The Inspector General of Police, Mr. Mohammed Abubakar, has been ordered by the Chief Judge of the Federal High Court, Justice Ibrahim Auta, to appear before him tomorrow to explain why he should not be committed to prison over his persistent refusal to respect court orders.
The court summon was sequel to a Form 49, a contempt of court proceeding initiated against the Police boss by Lagos-based human rights activist and constitutional lawyer, Mr. Femi Falana, SAN.
Abubakar was accused by Falana of disobeying the judgments of three separate High Courts in Abuja which barred police from intervening in the activities of a Non-Governmental Organisation, NGO, the Peace Corps of Nigeria.
Specifically, the Inspector General was said to have bluntly refused to lift the purported ban placed by the police on Peace Corps since 2009, in spite of declarative orders by various courts of competent jurisdictions.
Consequently, aside asking the court to hand a two-year jail sentence to the IG to serve as an example to others in positions of authority, Falana further persuaded the court to invite the IG to appear and explain to the Chief Judge why the court orders were not obeyed.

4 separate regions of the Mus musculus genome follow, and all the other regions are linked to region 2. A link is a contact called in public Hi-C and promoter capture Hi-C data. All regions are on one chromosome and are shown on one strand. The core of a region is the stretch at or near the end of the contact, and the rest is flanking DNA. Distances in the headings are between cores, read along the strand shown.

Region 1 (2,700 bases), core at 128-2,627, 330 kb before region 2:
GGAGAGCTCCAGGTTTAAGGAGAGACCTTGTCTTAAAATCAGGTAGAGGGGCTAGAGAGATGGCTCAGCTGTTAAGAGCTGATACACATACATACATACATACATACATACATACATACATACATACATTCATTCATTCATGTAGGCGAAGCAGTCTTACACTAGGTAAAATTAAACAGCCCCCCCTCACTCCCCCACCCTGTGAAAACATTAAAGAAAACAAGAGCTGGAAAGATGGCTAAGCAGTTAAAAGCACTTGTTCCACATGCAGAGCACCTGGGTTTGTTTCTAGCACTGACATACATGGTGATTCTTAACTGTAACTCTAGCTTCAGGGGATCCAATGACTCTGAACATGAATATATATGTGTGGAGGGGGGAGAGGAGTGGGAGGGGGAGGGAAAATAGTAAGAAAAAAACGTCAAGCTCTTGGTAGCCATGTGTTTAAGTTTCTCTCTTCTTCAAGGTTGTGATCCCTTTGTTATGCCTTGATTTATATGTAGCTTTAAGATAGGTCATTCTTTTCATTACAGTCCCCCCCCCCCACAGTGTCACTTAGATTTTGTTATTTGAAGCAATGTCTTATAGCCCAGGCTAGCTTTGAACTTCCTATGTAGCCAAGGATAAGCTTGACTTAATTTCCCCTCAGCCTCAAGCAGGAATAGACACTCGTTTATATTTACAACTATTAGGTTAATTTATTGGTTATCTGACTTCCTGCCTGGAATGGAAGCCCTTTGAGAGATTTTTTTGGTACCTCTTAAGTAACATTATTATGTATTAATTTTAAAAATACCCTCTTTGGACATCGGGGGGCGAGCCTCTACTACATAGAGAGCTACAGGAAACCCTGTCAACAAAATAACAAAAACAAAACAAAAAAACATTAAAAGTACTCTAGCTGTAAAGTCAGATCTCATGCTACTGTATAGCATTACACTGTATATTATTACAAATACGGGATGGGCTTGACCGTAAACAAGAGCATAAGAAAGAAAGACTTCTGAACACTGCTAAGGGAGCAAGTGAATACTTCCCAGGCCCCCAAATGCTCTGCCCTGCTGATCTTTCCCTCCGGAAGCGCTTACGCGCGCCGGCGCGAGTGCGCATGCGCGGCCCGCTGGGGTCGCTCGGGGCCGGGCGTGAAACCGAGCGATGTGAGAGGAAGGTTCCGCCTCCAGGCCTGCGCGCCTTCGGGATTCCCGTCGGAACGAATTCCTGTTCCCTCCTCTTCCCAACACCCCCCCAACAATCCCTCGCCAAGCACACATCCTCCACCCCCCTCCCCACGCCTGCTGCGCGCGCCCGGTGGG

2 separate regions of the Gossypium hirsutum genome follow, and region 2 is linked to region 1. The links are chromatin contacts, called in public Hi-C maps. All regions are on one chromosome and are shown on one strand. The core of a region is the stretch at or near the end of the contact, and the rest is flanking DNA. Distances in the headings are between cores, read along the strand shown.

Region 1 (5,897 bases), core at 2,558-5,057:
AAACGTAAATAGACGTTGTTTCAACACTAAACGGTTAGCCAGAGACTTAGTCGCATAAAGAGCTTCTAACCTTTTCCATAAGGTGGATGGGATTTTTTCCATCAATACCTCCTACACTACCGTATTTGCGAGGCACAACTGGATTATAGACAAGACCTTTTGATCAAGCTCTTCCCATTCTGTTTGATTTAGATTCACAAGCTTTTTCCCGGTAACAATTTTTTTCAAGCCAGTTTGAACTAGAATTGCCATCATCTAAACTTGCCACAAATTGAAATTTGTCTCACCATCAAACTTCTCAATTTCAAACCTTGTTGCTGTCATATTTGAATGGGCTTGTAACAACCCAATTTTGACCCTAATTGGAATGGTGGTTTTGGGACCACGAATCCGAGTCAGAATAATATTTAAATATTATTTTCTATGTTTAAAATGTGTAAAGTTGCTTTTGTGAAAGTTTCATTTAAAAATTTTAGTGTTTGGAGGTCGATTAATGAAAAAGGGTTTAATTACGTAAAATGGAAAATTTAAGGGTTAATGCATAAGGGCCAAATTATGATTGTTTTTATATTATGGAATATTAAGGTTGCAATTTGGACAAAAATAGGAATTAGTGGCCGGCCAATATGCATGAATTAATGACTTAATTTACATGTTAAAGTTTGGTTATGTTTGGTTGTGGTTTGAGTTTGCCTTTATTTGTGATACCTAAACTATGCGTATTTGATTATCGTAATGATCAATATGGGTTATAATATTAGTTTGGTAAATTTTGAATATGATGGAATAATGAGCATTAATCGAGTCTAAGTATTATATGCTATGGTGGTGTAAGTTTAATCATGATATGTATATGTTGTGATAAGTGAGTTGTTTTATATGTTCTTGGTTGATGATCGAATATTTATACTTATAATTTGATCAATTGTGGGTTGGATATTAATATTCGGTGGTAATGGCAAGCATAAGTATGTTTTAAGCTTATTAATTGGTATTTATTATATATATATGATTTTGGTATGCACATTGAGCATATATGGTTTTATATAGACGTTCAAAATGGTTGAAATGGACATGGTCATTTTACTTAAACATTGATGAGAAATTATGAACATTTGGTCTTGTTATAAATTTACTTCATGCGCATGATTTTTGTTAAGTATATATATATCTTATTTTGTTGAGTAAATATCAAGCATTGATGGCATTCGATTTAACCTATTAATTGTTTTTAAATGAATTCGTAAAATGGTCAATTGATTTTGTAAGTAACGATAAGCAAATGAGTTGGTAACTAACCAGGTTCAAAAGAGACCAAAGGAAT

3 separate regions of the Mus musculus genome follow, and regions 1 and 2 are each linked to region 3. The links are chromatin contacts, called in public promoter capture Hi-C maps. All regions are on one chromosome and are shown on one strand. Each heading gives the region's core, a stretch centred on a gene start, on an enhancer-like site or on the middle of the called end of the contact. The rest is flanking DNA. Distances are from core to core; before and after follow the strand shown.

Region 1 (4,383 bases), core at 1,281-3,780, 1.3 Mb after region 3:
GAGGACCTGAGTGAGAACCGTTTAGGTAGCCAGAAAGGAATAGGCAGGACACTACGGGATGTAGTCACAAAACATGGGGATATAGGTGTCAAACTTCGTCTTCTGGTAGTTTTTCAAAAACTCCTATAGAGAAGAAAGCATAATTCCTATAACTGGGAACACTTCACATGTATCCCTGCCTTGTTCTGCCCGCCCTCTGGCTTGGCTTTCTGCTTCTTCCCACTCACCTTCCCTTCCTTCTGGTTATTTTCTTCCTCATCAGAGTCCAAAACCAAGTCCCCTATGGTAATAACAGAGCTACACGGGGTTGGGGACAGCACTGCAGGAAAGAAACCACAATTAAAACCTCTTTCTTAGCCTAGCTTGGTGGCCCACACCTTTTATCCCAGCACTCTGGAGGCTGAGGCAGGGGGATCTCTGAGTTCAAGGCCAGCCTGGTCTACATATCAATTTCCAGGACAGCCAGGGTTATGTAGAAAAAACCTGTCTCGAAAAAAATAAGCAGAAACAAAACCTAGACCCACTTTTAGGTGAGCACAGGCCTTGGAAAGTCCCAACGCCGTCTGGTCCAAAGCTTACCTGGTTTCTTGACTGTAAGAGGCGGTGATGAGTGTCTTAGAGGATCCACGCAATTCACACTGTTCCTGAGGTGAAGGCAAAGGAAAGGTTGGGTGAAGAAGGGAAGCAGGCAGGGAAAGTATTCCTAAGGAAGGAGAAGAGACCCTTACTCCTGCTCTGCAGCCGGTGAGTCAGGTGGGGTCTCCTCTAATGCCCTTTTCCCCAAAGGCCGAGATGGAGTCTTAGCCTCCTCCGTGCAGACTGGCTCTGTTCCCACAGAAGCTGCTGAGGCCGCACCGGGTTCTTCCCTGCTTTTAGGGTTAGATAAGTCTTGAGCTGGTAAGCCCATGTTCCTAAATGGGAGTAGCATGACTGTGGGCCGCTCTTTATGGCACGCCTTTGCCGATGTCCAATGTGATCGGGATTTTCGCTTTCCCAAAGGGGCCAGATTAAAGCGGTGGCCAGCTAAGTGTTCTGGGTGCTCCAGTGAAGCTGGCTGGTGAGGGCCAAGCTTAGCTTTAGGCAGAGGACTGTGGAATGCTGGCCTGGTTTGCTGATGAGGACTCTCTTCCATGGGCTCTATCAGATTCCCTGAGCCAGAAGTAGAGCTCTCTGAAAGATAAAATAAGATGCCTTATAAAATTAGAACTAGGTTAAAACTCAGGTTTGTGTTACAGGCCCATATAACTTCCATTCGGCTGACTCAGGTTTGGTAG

A Federal High Court had on September 29, 2011, prohibited the Inspector General of Police, his officers, men, privies and agents from proscribing, harassing, intimidating or in any manner violating the fundamental rights of the Peace Corps of Nigeria, being a registered entity in the country.
The police was, however, alleged to have ignored the court verdict and continued to clamp down on the lawful activities of the corps with indiscriminate arrest of its officers and closure of its offices in the states of the federation.
Falana also claimed that Form 48, being a notice of consequences of disobeying a lawful court order served on police since last year, was ignored, a situation he said prompted the contempt charge upon which the court had ordered the IG to appear.
Similarly, national commandant of the Peace Corps, Ambassador Dickson Akoh, at a media briefing in Abuja at the weekend, confirmed that more of his men had been arrested by police, while official vehicles were seized in addition to closure of their offices, contrary to subsisting court orders.
Akoh told newsmen that police commissioners in the states were claiming that the Inspector General of Police had not given them orders to allow the operations of Peace Corps in line with existing court judgments.
The commandant described the action of police as uncivilized, barbaric, provoking and unwarranted, noting that the police had not appealed against the various judgment that barred it from stopping Peace Corps operations in the country.